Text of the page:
(Photo by Chris Shields)
The Troy Innovation Garage, a new coworking space created by Gramercy Communications CEO Tom Nardacci, opened on Oct. 1, capping off a year of anticipatory stories in the local press. Since November of last year—when Nardacci bought the vacant, two-story structure at 24 Fourth Street for $300,000 and commenced a million-dollar renovation—little of the project’s progress has missed publicity.
Nardacci’s nationwide tour of other coworking spaces, the start of construction, Mayor Patrick Madden’s visit, the mayor’s return with the lieutenant governor, a Kickstarter campaign, a grant from National Grid, the completion of “phase one” of construction, the “final push” of construction—all this was deemed newsworthy, and it’s not over. A week after October’s “soft opening,” the Troy Record recounted a “town hall style meeting” with “members and some potential members”—and alluded to Nardacci’s designs for a “grand opening” in December. Rest assured, we’ll hear about that, too.
Beyond this veritable liveblogging, the Troy Innovation Garage is boosted by a national shift in professional life: The coworking space—an office shared by independent, white-collar workers—has moved from fad to fixture. A few years ago, it still seemed curious that freelancers would surrender their breakfast-in-bed autonomy and return to the office—even “cool” offices, with open floor plans and salvaged wood. “This was supposed to be the age of the mobile (a.k.a. nonexistent) office, with ‘solopreneurs’ telecommuting from home or the beach,” The New York Times observed in 2013. “But many who work independently are discovering alienation lurking behind the home-office fantasy, and an increasing number are joining a new generation of co-working organizations.”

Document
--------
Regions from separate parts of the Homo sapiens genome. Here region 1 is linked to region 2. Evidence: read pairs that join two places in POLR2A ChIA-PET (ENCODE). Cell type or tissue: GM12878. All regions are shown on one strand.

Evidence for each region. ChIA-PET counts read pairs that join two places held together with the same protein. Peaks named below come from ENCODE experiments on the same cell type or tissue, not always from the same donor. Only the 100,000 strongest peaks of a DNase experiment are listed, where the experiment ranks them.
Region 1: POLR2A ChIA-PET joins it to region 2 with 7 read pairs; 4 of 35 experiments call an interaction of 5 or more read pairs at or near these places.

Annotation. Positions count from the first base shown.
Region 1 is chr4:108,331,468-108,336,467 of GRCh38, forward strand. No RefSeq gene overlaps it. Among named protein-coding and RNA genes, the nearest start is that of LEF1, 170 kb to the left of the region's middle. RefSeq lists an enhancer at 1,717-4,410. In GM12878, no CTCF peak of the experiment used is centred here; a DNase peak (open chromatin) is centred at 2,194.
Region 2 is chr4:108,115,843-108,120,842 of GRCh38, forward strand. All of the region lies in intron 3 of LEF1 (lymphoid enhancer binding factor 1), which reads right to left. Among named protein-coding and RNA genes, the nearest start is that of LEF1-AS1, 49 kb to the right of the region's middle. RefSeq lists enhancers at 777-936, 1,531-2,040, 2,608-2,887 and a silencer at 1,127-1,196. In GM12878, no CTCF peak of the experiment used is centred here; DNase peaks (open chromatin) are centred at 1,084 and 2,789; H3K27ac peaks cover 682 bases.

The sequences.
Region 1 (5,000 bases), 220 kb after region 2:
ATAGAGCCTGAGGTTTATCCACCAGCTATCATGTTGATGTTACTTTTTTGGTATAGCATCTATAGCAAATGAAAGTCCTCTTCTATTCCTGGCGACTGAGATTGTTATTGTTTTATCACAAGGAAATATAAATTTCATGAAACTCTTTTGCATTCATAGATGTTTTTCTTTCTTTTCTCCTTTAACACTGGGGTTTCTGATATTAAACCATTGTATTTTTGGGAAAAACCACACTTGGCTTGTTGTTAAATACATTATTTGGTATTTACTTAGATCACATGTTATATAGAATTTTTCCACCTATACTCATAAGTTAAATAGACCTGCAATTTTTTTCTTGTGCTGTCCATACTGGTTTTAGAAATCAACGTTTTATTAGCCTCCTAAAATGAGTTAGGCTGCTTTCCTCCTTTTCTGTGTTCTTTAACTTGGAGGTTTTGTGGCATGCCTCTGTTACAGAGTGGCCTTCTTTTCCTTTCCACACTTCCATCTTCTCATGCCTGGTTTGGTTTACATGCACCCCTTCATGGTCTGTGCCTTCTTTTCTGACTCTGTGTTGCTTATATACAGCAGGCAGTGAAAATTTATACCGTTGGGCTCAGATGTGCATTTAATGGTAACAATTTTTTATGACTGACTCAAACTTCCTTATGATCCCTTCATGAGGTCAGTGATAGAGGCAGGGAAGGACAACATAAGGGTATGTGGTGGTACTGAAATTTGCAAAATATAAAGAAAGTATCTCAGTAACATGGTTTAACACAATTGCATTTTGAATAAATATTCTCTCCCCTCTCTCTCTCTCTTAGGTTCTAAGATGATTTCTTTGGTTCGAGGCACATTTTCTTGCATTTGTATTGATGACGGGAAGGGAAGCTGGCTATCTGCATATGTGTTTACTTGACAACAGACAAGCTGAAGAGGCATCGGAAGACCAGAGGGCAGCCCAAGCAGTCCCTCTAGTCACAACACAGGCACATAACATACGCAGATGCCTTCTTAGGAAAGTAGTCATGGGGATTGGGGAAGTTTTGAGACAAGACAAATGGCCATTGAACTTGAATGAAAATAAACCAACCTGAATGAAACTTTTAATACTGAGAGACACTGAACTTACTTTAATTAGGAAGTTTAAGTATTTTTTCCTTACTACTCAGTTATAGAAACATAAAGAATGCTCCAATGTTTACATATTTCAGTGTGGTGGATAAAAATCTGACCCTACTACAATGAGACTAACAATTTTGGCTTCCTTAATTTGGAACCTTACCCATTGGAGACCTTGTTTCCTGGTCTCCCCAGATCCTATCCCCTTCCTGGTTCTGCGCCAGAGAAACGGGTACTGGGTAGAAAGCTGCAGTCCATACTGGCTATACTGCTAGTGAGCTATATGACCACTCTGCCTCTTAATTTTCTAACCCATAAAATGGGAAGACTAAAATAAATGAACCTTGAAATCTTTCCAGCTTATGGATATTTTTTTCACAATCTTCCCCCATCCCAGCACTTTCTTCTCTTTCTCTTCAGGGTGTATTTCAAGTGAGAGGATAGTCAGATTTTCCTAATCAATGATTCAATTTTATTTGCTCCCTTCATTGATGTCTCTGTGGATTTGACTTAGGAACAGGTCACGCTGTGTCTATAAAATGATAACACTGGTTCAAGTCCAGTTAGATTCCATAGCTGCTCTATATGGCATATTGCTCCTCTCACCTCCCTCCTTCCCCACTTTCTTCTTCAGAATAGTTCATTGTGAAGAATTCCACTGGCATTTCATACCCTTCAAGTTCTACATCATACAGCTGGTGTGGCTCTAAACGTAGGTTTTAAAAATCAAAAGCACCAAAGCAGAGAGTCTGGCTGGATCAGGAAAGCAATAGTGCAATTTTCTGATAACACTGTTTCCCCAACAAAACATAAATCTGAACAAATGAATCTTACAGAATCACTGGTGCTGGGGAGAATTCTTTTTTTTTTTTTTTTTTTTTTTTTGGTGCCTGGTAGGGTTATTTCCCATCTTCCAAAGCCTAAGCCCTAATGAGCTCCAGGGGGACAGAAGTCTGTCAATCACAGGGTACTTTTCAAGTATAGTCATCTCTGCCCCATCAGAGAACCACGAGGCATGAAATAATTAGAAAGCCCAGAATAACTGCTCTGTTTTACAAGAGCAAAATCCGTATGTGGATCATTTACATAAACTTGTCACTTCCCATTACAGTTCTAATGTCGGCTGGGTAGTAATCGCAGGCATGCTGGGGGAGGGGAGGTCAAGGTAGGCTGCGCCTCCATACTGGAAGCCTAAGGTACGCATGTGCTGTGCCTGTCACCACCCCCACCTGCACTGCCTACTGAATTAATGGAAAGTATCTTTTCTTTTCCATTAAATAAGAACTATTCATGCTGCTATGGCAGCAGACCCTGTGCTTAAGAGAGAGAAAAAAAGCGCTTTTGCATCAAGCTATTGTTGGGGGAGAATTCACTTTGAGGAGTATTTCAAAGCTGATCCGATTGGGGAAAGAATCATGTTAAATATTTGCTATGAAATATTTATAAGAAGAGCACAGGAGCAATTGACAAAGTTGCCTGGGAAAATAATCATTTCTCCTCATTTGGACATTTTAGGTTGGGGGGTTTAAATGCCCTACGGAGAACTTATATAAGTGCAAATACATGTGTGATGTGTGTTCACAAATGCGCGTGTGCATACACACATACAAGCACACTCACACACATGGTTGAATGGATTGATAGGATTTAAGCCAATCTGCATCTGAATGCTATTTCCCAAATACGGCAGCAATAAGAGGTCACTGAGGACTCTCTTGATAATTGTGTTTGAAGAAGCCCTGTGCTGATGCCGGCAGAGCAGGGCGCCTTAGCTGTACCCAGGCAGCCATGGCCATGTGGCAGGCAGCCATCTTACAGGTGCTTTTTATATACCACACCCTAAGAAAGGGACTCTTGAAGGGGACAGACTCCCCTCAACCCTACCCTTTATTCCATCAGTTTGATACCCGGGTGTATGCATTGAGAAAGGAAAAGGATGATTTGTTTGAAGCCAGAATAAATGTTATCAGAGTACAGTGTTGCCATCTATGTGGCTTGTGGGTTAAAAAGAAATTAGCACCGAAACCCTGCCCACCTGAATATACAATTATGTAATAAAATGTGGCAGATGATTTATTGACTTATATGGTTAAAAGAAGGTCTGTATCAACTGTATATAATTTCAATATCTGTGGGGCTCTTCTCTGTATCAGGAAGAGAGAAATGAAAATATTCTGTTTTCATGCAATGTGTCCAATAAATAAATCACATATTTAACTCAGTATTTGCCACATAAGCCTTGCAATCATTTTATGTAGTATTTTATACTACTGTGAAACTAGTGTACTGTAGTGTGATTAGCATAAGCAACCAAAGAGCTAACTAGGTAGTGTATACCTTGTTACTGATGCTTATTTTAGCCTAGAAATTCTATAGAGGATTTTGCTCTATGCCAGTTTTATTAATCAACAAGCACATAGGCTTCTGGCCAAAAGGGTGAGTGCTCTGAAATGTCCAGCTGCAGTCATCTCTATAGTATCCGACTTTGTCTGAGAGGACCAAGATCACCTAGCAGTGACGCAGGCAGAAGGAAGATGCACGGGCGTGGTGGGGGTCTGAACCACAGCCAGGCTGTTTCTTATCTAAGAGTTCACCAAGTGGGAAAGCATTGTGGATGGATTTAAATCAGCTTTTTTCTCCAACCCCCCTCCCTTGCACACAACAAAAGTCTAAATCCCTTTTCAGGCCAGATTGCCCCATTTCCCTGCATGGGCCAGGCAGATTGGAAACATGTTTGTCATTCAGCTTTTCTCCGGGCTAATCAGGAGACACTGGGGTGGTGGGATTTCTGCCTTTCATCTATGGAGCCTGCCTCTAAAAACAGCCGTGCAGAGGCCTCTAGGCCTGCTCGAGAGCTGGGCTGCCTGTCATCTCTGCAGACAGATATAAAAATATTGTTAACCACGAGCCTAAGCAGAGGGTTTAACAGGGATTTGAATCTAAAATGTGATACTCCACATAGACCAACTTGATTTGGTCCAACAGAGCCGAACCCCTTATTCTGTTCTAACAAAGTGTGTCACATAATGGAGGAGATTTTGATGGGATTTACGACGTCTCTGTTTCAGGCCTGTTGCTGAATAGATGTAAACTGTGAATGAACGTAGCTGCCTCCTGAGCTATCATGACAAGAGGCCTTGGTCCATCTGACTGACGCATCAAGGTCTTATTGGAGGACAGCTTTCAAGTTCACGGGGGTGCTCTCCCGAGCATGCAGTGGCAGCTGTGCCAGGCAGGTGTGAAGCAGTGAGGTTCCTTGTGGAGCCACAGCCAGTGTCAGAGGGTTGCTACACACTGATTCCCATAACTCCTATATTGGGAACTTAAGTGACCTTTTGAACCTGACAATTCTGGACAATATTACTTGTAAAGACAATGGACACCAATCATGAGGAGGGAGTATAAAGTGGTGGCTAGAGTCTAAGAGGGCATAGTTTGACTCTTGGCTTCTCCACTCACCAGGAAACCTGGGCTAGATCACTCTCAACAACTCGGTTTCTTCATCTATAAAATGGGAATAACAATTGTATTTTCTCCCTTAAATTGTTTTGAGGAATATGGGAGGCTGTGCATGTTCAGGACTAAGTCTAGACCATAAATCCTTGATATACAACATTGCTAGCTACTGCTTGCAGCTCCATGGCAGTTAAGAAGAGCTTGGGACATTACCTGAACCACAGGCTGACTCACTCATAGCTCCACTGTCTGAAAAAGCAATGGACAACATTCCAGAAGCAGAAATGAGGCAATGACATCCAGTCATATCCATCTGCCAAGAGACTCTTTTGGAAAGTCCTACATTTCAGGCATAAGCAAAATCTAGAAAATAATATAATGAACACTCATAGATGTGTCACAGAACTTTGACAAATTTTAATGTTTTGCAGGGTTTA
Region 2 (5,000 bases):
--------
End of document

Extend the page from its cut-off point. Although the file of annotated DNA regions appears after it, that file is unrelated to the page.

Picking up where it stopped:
This generation has proliferated. According to the coworking magazine Deskmag, there are now 10,000 such spaces worldwide, a third of which are found in cities with fewer than 100,000 inhabitants. Two of these spaces are in Troy—the Troy Innovation Garage and the Tech Valley Center of Gravity, which opened in August 2015 and is two blocks from its new competitor.
The board of the Troy Local Development Corporation, before it lent Nardacci $120,000 for the project, asked him about the difference between the two coworking spaces. According to minutes, the public relations maven maintained that the for-profit Garage is “complementary” to the nonprofit Tech Valley, since the latter is “geared more towards the science and tech side of things,” while the former caters to the “creative economy”—a broad field that includes marketing professionals, architects, theater directors, and everyone in between.
Irrespective of the degree of coworking concentration in Collar City and Nardacci’s shrewd accrual of media attention, the Troy Innovation Garage, according to its founder, still has a ways to go to woo the Capital Region. Around here, Nardacci believes, “coworking is actually not really well known.”